Two landmarks for one – Fountain Square and the Carew Tower.

Fountain Square has been the center of the city since it was installed in 1871. The fountain’s name is ‘The Genius of Water’.

The Carew Tower was the tallest building in the city from it’s opening in 1930 until it was surpassed by the Great American Tower in 2010. While the interior is very ornate, the exterior is a very basic approach towards art deco.

Our tour complete it is time to get out of town at the 1937 Lunken Airport Terminal.

Virtual Travel – Ohio

Welcome home! While I have lived a number of places, and visited many more, Ohio is home.

2015 09 27 134 Cincinnati OH

 

Capitol

1983     1992       2007

 

Ohio Symbols

State Fruit & State Beverage – Tomato & Tomato Juice

Tomato plant with ripe fruit

 

State Rock Song – Hang on Sloopy (if you go to an Ohio State game you will hear this 20 times).

 

 

State Prehistoric Earthworks – Newark Earthworks

 

 

 

Columbus – State Capital

Ohio is the 7th most populated state, with nearly 12 million people living here. It is wet on both ends (Lake Erie and the Ohio River).

Columbus is one of the larger state capitals with over 2 million people in the metro area. It was founded in 1816 to be the state capital.

2018 08 19 41 Columbus Statehouse Grounds

 

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Columbus is home to The Ohio State University, one of the largest campuses in the country with over 60,000 undergraduate students. Ohio State also has the largest athletic budget in the country, so there are over 30 varsity sports.

 

 

Highways & Byways of Ohio

1946     1947     1948     1949     1959     1961     1962     1964     1969     1971     1972     1973     1974     1975     1977

 

The National Road

The National Road was the first federally funded, improved road in the contry, being completed in 1837. It ran from Cumberland Maryland to Wheeling, West Virginia, then on to Vandalia, Illiinois.

In the early 1900s they further refined it for the automobile, thus becoming U.S. Highway 40. It was later re-routed, and eventually replaced by Interstate 70, but many of the early 1900s features still exist.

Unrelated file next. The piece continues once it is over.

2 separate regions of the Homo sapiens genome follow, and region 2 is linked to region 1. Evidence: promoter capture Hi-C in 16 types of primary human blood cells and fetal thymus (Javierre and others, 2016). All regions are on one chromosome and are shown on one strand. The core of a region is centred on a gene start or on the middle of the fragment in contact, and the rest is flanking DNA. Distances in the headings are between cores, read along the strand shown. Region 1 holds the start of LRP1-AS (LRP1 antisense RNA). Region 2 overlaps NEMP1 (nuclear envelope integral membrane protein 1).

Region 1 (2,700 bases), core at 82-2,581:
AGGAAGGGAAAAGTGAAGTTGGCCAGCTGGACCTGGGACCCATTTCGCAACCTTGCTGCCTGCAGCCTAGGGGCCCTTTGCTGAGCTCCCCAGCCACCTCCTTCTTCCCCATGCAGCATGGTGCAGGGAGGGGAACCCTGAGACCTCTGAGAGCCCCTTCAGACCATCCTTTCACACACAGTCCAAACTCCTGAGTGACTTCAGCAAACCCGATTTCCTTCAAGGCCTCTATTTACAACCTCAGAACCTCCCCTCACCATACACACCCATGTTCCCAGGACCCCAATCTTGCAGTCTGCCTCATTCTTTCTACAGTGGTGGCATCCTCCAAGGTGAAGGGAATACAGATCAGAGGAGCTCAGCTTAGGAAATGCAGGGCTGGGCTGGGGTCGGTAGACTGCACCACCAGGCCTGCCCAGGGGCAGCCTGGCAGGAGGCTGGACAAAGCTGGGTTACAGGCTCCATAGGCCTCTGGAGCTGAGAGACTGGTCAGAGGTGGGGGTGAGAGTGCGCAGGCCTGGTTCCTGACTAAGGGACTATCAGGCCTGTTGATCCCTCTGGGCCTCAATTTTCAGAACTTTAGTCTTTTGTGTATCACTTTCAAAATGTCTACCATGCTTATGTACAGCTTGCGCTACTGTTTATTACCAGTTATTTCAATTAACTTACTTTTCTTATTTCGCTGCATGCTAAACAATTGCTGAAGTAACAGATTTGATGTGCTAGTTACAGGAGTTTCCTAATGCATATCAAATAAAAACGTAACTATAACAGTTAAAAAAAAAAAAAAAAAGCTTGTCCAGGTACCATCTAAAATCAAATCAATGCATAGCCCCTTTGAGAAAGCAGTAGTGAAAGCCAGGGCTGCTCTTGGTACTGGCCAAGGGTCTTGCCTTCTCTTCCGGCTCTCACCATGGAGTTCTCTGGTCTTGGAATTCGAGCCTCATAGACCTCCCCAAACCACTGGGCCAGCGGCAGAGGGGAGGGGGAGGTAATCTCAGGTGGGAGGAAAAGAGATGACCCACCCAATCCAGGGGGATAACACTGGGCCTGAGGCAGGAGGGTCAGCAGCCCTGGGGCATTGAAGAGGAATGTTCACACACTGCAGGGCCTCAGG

Bridges

With the Ohio River at one end, and the Cuyahoga River in Cleveland, there are  lots of cool bridges in the state.

In addition Ohio has the 2nd most covered bridges of any state, with over 140 still in existence.

 

 

 

 

History in Ohio

1953 – Sesquicentennial¬† ¬† ¬†1978 – Transportation History¬† ¬† 1981/1982 – Inventors¬† ¬† ¬†1985¬† ¬† ¬†1995 – Canals¬† ¬† ¬†1997 – Perry’s Monument¬† ¬† ¬†2003 – Bicentennial

 

Automobile Industry in Ohio

Cleveland has always been a major transportation production center. This is celebrated with a number of major car and motorcycle shows, as well as the Crawford Auto Aviation Museum.

 

 

Put In Bay

There are numerous islands in Western Lake Erie. By far the most popular is Put In Bay, where each summer thousands take the ferries to party for the weekend.

Also on the island is the 352′ (107m) high Perry Monument. It is thought to be the tallest Doric Column in the world.

 

 

USAF Museum

Dayton is the home of the National Museum of the United States Air Force. It is the largest and oldest military aviation museum in the world. (lots of world’s largest in Ohio). The four hangars have more than a million square feet of space for the 360+ aircraft. And it has free admission!

 

 

 

 

 

Nature

1979     1990     1996     1999     2015

 

 

 

Hocking Hills

The most popular park in the state is Hocking Hills in Southeastern Ohio.

 

 

 

Cleveland

While technically Columbus is the largest city in the state in population, it is because the city limits extend for miles. Cleveland however is completely hemmed in by suburbs, but the metro area is much larger than Columbus (especially if you consider Akron part of the metro area).

It’s many attractions include the Rock and Roll Hall of Fame, the Lake Erie Shoreline, and the major league sports teams.

 

 

Cincinnati

At the other end of the state is Cincinnati. It’s location on the Ohio River resulted in Cincinnati very early being one of America’s major cities. In the mid 1800s it was the 6th largest city in the country.

It still remains a major city, with numerous attractions like the Cincinnati Union Terminal Museum Center, the Cincinnati Bengal and Reds, and the riverfront.

 

 

 

The People of Ohio

With all the interesting attractions in Ohio, easily the best are the people. We have attended a plethora of interesting events, resulting in this fantastic collections of Characters of Ohio.